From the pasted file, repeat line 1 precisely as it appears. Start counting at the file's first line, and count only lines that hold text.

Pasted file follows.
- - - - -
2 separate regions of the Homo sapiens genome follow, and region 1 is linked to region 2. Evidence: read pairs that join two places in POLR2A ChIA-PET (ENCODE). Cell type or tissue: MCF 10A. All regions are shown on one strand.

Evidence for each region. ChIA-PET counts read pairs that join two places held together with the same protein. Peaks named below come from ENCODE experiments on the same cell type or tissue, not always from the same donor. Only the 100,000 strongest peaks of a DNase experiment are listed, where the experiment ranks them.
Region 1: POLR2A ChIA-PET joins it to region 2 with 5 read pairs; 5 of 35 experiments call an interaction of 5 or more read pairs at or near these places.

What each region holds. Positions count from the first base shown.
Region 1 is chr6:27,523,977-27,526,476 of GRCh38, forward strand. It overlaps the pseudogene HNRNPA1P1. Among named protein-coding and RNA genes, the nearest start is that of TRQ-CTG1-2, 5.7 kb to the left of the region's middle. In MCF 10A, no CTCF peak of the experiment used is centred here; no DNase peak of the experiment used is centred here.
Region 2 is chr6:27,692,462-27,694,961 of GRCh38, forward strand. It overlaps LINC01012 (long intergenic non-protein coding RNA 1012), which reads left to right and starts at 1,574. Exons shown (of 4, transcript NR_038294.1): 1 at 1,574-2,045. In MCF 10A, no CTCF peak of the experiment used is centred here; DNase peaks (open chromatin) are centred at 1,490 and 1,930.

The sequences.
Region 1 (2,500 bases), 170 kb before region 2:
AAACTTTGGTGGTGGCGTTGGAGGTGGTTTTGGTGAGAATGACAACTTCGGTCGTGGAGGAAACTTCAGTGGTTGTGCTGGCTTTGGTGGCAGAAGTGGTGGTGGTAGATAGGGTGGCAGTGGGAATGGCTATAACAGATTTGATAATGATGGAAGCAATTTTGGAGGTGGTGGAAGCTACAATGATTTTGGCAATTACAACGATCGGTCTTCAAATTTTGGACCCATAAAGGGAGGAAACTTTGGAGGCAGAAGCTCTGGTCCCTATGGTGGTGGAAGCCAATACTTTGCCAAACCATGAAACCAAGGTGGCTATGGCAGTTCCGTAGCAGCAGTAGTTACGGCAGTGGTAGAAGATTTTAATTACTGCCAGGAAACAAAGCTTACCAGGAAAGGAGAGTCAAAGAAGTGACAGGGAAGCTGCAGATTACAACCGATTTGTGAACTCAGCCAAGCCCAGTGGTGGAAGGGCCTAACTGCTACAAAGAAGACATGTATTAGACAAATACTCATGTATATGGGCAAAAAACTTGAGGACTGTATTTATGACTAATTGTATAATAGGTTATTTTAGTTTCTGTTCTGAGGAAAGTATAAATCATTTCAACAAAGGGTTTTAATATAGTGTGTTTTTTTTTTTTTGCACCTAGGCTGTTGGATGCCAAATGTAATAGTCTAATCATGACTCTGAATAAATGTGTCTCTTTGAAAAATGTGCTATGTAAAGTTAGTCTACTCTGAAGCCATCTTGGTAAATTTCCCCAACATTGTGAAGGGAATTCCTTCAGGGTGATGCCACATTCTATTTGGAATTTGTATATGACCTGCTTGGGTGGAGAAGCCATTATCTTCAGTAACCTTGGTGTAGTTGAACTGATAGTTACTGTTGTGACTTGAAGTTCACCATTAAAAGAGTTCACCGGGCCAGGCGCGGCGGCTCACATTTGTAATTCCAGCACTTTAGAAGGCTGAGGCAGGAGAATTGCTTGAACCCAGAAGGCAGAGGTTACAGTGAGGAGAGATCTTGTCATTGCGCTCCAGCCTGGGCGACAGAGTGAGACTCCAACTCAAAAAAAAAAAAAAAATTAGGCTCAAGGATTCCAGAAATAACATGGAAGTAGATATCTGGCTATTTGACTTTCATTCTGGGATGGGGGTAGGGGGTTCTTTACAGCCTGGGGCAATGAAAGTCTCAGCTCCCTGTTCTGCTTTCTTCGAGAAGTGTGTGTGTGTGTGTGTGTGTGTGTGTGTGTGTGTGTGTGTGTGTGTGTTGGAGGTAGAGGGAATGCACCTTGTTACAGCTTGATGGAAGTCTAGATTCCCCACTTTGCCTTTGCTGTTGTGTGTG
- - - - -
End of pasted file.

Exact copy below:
2 separate regions of the Homo sapiens genome follow, and region 1 is linked to region 2. Evidence: read pairs that join two places in POLR2A ChIA-PET (ENCODE). Cell type or tissue: MCF 10A. All regions are shown on one strand.